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This is where society is today, and it’s why I devote so much time to speaking about the ills of what is happening in it. This girl’s mind is utterly polluted because of what she experiences every single day. A major part of the problem is the soft pornography we have all become accustomed to; it’s what you see as you scroll through Instagram and see models showing so much skin. It’s images that are desensitizing us all. We don’t even flinch anymore when we see an ad with a woman holding a purse who is half naked because we have become accustomed to seeing this type of image absolutely everywhere.

The culmination of such a society has brought us to women who are quite literally prostituting themselves because they know they can make a quick buck. But no matter how much they make, that money is going to come at a cost — which I do not mean paradoxically. If you want to make  half a million dollars in your early to late 20s, you are going to realize later that no one wants to marry you. No one wants to have children with you. No one will respect you for the rest of your life. There is a great possibility you will end up alone — and that is deeply saddening.

At the root of all of this is a lack of faith — atheism, which goes hand-in-hand with narcissism. The focus becomes all about me and what I can do for myself. Worst of all, these women view faith as a form of perversion. In our conversation, I noticed one of the women was wearing a cross above a shirt that read “made in hell.” This particular woman was the angriest of the group, probably because she is in her early thirties and is likely realizing she has less time to find a husband and even fewer prospects. I asked her about her necklace and shirt pairing and told her I was confused. She said the stone matched her shirt and she didn’t know why she was wearing the cross: “I don’t know. I don’t think of it as religious.” In the middle of her fumbling around for an answer, she expressed that she didn’t think the cross was religious, but simply thought it was cute.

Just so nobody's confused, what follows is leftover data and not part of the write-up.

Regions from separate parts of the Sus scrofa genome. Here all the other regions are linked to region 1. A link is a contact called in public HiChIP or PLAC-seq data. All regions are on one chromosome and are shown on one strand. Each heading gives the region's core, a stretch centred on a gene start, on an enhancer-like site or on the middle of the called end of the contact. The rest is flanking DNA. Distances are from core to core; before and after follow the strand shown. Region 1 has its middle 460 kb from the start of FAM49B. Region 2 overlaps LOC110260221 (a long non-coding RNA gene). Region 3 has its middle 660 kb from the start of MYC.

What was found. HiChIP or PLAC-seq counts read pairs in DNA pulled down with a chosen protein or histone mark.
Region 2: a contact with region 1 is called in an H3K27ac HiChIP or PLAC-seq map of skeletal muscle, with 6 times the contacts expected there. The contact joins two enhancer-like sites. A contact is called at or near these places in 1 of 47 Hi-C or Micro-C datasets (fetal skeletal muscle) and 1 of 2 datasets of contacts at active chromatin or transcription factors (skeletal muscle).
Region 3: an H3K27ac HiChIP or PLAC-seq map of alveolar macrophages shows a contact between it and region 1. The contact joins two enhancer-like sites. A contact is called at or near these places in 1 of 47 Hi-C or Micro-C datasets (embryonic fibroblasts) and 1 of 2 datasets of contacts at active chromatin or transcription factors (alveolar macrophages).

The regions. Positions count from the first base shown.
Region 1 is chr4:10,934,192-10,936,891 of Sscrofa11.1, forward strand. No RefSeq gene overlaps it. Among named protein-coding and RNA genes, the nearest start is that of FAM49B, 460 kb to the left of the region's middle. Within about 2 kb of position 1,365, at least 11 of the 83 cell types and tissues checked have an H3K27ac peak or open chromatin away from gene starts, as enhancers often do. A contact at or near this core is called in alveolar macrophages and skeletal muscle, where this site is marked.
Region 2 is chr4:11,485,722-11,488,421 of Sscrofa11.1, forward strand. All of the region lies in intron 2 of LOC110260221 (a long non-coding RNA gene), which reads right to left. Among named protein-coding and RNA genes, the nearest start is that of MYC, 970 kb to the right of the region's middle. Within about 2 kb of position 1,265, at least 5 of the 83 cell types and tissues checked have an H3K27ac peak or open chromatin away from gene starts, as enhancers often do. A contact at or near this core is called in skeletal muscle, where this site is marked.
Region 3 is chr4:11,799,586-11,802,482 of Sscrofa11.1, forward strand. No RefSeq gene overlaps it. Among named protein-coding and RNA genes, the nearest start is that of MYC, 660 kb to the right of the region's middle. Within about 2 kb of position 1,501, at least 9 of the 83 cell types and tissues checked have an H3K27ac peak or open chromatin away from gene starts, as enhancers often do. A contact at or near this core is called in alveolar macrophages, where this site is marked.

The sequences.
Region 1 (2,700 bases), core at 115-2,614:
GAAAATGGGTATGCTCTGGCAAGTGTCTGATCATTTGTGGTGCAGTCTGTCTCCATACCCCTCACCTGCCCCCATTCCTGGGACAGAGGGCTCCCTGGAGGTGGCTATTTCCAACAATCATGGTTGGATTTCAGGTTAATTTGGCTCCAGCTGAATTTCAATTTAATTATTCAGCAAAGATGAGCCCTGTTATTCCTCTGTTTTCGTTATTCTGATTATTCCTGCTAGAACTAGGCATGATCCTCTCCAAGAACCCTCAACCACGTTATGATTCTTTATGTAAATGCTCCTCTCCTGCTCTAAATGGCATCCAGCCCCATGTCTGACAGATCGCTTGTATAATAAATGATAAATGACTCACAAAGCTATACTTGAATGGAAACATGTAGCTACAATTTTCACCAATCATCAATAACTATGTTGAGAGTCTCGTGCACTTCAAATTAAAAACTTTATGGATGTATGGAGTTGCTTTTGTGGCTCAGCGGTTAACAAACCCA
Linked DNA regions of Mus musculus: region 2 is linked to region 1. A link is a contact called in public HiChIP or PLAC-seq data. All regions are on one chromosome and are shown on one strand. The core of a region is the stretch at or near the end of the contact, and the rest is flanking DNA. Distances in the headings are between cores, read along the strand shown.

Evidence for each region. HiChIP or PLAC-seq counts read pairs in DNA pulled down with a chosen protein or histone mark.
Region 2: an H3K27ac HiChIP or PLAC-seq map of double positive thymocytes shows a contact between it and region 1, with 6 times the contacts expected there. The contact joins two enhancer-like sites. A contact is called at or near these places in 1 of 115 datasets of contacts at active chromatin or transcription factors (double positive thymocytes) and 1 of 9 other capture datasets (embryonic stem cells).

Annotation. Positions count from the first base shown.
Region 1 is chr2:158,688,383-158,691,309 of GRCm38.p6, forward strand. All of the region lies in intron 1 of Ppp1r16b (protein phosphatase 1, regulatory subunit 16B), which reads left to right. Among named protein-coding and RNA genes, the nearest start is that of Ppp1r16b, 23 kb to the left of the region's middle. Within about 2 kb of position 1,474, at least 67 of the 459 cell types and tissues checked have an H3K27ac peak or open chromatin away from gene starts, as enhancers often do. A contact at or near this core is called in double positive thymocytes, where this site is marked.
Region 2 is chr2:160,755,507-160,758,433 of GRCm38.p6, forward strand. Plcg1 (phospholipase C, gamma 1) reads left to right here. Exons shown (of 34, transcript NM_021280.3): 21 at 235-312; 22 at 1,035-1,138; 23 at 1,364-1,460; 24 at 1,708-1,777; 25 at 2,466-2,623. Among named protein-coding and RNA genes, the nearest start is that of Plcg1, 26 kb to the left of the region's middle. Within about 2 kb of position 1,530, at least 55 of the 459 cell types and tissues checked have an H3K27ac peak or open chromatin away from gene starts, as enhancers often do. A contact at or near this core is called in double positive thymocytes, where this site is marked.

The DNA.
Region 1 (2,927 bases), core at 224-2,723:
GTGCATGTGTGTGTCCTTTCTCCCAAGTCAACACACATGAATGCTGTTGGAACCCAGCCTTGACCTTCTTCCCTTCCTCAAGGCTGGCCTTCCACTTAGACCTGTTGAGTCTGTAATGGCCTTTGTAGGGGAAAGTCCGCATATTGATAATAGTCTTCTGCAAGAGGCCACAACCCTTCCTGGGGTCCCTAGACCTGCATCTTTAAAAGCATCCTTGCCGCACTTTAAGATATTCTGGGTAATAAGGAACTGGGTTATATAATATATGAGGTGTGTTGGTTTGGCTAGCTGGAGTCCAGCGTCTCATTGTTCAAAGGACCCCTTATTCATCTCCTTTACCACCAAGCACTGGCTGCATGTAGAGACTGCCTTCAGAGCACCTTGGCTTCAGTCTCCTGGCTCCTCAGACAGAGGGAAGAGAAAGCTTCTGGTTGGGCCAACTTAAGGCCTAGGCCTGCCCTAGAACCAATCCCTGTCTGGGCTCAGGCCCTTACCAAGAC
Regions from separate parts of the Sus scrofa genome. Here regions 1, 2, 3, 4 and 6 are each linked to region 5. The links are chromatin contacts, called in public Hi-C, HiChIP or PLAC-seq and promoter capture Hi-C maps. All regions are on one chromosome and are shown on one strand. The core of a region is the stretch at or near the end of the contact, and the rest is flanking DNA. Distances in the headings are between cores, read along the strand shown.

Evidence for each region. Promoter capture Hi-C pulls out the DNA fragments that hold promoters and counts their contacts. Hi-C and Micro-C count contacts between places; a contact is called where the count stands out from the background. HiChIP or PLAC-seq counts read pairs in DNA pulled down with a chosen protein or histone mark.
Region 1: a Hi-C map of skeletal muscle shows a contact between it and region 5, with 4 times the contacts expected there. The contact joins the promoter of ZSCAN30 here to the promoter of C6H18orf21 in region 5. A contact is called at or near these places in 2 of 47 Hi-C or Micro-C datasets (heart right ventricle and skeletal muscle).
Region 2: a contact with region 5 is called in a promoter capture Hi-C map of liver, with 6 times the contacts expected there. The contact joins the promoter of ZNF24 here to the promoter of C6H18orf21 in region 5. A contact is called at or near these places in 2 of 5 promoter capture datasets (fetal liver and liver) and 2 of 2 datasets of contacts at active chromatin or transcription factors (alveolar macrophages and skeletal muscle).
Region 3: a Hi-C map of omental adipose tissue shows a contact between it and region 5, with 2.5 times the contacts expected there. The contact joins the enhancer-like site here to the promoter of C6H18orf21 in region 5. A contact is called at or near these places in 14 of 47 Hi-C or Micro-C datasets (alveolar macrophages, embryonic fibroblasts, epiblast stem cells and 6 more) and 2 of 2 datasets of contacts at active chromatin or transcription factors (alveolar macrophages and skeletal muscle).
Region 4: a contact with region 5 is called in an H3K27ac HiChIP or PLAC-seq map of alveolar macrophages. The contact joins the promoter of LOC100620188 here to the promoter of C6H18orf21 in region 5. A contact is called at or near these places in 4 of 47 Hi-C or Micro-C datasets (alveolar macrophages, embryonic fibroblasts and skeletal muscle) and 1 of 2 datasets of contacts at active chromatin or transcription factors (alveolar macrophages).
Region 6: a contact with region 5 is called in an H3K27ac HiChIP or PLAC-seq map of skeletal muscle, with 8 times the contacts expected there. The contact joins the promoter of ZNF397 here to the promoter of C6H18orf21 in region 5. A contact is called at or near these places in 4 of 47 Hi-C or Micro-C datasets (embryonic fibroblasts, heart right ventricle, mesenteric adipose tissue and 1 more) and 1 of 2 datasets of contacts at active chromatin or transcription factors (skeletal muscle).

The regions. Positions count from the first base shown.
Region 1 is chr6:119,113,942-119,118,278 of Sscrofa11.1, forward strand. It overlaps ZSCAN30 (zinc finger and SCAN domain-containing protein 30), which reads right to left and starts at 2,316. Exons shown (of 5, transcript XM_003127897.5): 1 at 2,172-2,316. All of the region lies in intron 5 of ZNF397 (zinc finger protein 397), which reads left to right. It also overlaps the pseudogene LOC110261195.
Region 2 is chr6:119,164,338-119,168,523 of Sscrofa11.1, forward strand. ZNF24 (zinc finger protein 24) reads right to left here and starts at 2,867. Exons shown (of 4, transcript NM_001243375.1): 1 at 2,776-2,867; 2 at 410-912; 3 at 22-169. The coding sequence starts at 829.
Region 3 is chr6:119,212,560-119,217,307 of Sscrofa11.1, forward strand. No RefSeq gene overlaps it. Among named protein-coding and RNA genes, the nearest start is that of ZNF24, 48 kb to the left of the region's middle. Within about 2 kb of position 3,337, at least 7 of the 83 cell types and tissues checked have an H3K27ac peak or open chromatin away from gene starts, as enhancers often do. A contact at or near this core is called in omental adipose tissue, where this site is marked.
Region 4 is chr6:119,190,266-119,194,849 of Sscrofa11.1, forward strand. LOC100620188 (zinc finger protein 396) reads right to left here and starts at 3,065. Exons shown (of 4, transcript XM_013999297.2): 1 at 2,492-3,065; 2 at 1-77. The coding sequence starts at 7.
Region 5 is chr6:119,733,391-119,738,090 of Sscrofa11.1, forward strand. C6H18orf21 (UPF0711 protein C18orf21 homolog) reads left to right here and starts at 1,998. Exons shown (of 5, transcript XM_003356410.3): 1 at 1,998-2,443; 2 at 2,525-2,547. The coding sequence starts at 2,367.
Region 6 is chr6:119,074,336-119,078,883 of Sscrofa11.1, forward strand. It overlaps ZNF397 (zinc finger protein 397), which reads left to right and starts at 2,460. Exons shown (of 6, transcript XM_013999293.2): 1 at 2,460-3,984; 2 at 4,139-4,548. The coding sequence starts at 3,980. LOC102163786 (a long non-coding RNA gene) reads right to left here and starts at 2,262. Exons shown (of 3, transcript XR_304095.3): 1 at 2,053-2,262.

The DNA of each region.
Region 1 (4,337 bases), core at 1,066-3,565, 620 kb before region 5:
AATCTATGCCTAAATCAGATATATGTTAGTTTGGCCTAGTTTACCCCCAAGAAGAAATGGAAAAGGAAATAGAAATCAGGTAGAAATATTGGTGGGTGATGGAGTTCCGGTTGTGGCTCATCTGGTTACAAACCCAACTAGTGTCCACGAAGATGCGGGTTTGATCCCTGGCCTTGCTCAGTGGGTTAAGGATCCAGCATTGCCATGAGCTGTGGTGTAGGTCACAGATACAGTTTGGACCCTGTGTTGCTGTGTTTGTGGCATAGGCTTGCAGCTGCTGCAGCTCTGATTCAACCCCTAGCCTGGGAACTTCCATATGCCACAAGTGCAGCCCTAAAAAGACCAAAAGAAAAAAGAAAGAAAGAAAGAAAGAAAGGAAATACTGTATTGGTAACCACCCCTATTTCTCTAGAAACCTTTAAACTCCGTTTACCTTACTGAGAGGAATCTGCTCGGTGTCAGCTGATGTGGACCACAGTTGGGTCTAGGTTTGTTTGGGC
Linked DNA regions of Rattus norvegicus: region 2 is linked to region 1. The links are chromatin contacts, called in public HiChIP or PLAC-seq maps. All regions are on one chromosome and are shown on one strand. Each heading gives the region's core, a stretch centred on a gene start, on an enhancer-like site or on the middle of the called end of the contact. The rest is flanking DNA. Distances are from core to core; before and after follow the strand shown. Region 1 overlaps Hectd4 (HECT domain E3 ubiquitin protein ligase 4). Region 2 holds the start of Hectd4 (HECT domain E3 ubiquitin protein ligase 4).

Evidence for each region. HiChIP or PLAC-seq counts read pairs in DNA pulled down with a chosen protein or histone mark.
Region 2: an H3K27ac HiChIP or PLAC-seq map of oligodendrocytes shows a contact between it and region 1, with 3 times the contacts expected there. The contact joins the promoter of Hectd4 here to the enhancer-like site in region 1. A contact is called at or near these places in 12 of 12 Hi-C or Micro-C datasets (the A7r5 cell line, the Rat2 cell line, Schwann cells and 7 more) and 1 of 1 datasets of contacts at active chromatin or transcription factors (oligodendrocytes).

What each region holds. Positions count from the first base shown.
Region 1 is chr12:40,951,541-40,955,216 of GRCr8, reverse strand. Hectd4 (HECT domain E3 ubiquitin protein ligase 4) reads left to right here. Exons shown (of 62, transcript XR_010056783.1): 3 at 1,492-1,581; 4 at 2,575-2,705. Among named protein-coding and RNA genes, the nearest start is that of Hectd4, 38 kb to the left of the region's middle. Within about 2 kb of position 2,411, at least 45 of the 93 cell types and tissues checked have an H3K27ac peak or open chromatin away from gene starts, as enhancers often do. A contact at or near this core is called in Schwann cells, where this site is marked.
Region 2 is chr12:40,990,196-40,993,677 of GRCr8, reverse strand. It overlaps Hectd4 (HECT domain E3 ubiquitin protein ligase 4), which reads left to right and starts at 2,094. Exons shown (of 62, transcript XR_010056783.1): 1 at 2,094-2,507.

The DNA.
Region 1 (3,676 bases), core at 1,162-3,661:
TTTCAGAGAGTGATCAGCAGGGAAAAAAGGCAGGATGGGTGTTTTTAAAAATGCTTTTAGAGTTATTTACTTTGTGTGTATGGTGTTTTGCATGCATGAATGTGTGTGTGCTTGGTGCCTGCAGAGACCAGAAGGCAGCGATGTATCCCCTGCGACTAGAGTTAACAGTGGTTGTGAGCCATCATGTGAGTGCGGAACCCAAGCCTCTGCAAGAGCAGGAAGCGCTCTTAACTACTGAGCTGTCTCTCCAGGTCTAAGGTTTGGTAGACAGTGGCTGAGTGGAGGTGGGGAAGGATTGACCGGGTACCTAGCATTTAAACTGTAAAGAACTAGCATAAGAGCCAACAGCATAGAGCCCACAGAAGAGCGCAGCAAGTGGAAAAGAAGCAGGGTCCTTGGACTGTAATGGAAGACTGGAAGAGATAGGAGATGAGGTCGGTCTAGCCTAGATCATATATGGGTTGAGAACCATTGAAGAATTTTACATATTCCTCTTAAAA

This whole episode just shows how the West has lost the battle faith-wise. People openly mock Christianity, just like this woman. When I got up to leave, I looked across the table to the 22-year-old in the orange and told her I was going to pray for her, and she rejected my prayer. She said she did not want me to pray for her. What kind of person rejects a prayer? You might not believe in prayers, and you might not pray yourself, but to openly reject a prayer? I would never reject a prayer, no matter the faith of the person who offers it.

When I left that podcast, I still prayed for those young women. They need it, and all of us need it.